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Circular Flow—Invisible Hand—Law of Markets. Cantillon—Circular Flow Quesnay— Tableau Economique Smith—Invisible Hand Jean-Baptiste Say—Law of Markets Centrality of entrepreneur Oversupply in one market  shortage in another Malthus—Gluts  deficient effective demand

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circular flow invisible hand law of markets
Circular Flow—Invisible Hand—Law of Markets

Cantillon—Circular Flow

Quesnay—Tableau Economique

Smith—Invisible Hand

Jean-Baptiste Say—Law of Markets

  • Centrality of entrepreneur
  • Oversupply in one market  shortage in another

Malthus—Gluts  deficient effective demand

Sismondi—production outstrips demand  gluts

  • Factor immobility inhibits price clearing
  • Regulate … constrain unfettered capitalism

Marx—Crises: Disproportion/Realization/Liquidation

Mill—Say’s Law holds if money is viewed as a commodity

Walras—General Equilibrium

Keynes—deficient effective demand

Arrow-Debreu—Conditions of market clearing

synthesis and refinement of classical economics nassau senior john stuart mill
Synthesis and Refinement of Classical Economics:Nassau Senior/John Stuart Mill

Major/Dominant Texts

A. Smith, The Wealth of Nations, 1776

David Ricardo, Principles of Political Economy & Taxation, 1817

Nassau Senior, Outline of the Science of Political Economy, 1836

John Stuart Mill, Principles of Political Economy, 1848

Alfred Marshall, Principles of Economics, 1898

Paul Samuelson, Economics, 1948

Popular Principles of Economics Texts

Campbell McConnellGregory Mankiw

George Leland Bach Wm. McEachern

James Gwartney Paul Krugman & Robin Wells

Wm. Baumol and Alan Blinder Ben Bernanke & Robert Frank

Roger Arnold Michael Parkin

Bradley Shiller

Wm. Boyes and Michael Melvin

Glenn Hubbard and Patrick O’Brien

synthesis and refinement of classical economics nassau senior john stuart mill1
Synthesis and Refinement of Classical Economics:Nassau Senior/John Stuart Mill

Nassau Senior, Outline of the Science of Political Economy, 1836

Wealth = scarce goods & services that have utility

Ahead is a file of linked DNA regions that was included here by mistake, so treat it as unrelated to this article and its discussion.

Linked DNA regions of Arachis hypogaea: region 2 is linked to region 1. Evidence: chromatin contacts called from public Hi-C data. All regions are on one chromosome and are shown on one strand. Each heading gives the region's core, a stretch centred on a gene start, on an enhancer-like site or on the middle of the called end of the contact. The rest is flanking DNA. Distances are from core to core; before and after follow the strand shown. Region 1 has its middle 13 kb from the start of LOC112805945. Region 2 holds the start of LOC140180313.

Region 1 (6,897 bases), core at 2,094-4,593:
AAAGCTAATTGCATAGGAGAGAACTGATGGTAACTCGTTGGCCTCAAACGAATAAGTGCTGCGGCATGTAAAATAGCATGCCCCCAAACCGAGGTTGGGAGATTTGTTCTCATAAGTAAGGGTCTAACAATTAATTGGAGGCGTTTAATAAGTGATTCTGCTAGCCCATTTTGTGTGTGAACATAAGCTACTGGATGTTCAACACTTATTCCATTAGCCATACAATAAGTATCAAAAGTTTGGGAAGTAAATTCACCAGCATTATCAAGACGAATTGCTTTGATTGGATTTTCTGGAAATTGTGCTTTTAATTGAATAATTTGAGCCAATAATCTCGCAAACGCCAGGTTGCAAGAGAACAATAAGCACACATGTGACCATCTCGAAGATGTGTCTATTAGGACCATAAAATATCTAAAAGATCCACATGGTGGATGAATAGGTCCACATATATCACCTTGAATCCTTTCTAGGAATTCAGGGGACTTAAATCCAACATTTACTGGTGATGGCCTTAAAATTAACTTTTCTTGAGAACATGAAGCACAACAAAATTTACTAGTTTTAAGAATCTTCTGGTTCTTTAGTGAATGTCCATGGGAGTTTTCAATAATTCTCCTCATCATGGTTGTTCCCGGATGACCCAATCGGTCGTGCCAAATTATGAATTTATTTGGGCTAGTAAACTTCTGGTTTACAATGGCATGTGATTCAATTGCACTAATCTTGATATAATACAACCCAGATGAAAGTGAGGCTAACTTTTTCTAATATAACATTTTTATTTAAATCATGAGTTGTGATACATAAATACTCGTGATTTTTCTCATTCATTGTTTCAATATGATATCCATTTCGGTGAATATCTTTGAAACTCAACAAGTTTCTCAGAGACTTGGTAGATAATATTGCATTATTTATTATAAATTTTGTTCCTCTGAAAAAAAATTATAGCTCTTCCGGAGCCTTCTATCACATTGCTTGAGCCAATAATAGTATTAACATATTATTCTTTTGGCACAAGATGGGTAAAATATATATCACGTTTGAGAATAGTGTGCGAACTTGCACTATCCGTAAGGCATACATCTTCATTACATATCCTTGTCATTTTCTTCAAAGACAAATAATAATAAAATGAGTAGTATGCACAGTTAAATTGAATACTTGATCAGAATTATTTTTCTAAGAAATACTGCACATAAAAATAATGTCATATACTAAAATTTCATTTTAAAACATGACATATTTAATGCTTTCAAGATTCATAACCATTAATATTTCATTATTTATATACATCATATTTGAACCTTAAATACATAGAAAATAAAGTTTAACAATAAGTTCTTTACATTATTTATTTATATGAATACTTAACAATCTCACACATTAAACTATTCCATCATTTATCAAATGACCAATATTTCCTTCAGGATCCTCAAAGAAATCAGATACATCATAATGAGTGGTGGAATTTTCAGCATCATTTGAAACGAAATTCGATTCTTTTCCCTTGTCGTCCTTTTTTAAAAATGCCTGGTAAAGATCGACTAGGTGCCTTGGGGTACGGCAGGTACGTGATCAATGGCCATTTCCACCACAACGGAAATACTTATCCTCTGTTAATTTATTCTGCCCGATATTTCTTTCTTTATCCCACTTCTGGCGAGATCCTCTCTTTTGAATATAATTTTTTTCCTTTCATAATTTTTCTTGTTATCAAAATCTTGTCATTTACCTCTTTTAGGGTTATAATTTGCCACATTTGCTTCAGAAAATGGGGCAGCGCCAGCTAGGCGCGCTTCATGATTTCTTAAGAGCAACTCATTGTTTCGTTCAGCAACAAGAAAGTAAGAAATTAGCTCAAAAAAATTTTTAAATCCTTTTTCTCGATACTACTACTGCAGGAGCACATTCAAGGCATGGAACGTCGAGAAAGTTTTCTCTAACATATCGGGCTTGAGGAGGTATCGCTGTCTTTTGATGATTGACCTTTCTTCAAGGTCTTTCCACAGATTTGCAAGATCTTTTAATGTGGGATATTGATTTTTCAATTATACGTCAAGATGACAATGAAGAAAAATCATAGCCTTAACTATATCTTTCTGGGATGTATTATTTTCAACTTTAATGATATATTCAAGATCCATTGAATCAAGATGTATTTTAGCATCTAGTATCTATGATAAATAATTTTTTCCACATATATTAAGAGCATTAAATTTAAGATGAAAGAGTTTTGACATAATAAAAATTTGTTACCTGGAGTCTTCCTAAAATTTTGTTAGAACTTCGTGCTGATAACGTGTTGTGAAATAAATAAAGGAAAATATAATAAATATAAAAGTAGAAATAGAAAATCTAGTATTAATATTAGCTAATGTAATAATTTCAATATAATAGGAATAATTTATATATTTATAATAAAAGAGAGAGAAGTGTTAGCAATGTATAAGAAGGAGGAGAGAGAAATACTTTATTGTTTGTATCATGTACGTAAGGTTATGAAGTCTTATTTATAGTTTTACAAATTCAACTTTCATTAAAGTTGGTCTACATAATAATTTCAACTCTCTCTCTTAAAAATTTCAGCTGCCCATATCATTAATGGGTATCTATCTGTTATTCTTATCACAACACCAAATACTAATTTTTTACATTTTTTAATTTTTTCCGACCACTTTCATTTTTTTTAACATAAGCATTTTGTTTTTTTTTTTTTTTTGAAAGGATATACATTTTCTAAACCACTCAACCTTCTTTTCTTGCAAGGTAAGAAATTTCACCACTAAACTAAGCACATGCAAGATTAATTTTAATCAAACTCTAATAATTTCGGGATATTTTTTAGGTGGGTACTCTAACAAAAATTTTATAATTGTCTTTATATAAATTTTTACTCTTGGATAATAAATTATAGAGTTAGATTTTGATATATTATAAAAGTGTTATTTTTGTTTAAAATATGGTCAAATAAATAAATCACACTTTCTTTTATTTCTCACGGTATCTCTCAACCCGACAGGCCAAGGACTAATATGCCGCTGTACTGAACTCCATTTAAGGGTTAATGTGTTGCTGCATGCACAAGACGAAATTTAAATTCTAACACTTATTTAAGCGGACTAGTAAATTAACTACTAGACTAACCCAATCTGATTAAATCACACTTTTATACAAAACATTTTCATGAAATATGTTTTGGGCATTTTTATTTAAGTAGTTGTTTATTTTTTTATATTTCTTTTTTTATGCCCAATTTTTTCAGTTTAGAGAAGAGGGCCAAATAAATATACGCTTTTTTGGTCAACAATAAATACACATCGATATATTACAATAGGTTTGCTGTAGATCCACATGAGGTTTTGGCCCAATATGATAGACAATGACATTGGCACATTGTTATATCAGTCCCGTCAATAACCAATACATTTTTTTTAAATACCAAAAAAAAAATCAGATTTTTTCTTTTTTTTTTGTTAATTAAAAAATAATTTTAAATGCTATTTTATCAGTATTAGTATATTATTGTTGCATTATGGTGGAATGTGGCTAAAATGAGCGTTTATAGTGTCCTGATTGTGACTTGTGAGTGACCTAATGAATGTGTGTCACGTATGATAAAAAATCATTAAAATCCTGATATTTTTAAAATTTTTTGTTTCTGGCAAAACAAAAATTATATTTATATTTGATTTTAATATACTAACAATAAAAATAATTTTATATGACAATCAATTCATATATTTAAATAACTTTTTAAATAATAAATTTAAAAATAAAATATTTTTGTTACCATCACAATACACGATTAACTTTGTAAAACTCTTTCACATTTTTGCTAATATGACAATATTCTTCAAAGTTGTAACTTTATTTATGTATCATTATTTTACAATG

(supply) (demand)

Bridge from Classical economics to Neo-classical economics? Not quite.

Four postulates:

  • People want as muchwealth as possible at as littlesacrifice as possible

 Services have value/Demand affects value

  • Population limited by “moral or physical evil” or fear of lacking subsistence
    • Means of subsistence increase faster than population owing to accumulation of capital … the Malthusian devil is tamed
  • Productivity may be increased by accumulating capital (= “abstinence”)
    • Abstinence (on margin) as factor of production  Profit/Interest
      • Profit as well as wages enter value: Labor theory of value
    • Productivity of “waiting”…roundabout production
      • Increasing returns in manufacturing
  • Diminishing returns in agriculture
the circle of james mill 1773 1836

The Circle of James Mill (1773 -1836)

Jeremy Bentham(1748-1832) – utilitarianism

“Greatest good for the greatest number”

Calculus of pleasure and pain

Daniel Bernoulli … St. Petersburg Paradox (1738)

Diminishing marginal utility of income

Everyone’s happiness counts equally

 Robin Hood principle

Roles for State

Employer of last resort

Redistribute wealth … but maintain incentives

Panopticon: an ideal prison

Thomas Robert Malthus

David Ricardo

John Stuart Mill (1806 – 1873)

Prodigy/philosopher/East India Co. administrator

Learned Greek @ age 3/Read Plato @ 8 … the Illiad for fun

Studied Ricardo & Smith @ 13/Edited father’s & Bentham’s works @ 19

Stayed with Say on trip to France/Nervous breakdown @ ~20

Philosophical Radical: civil liberties; women’s rights…

MP, opinion-maker: “Saint of rationalism”

john stuart mill s concerns human development
John Stuart Mill’s Concerns: Human Development
  • Emancipate women!
    • Contraceptive rights
    • Property rights/Voting rights

If the principle of equality and liberty is true, we ought to act as if we believe it and not ordain that to be born a girl instead of a boy…shall decide a person’s position throughout life.

  • Finance colonization
  • Educate/Participate

...the uncultivated cannot be judges of cultivation

  • Limit inheritance
  • Competing Producer Cooperatives

...each man a capitalist, manager, and employee

  • Public utilities

“Justice”

  • Malthusian Specter
  • Division of Labor

Drudgery/Ignorance

  • Inequality
  • Monopoly

Naïve

letter on the negro question 1850 and the condition of ireland 1846
Letter on the Negro Question, 1850 and The Condition of Ireland, 1846

A response to Thomas (“dismal science”) Carlyle’s complaint that emancipated slaves in the West Indies weren’t working very hard

  • The proprietors hadn’t worked at all [Mill’s consistent complaint...the idle rich]
  • Mill rejects Carlyle’s racism, that “you [Negroes]will have to be servants to those that are born wiser than you, that are born lords of you—servants to the whites...”
      • Carlyle wasn’t more favorably inclined to the Irish, who had just suffered famine
      • Mill’s allusion to Ireland: The labour market admits of three possible conditions, and not, as this would imply, of only two. Either, first, the labourers can live almost without working, which is said to be the case in Demerara; or, secondly, which is the common case, they can live by working, but must work in order to live; or, thirdly, they cannot by working get a sufficient living, which is the case in Ireland.
      • That [make-work] system must be promptly put an end to. We must stop telling the Irish that it is our business to find food for them. We must tell them...that it is their business. They have a right, not to support at the public cost, but to aid and furtherance in finding support for themselves. Millions of acres are lying waste, requiring little more than labor to render them productive, and to avoid giving these acres to the destitute, we are giving them, instead, many millions of pounds sterling.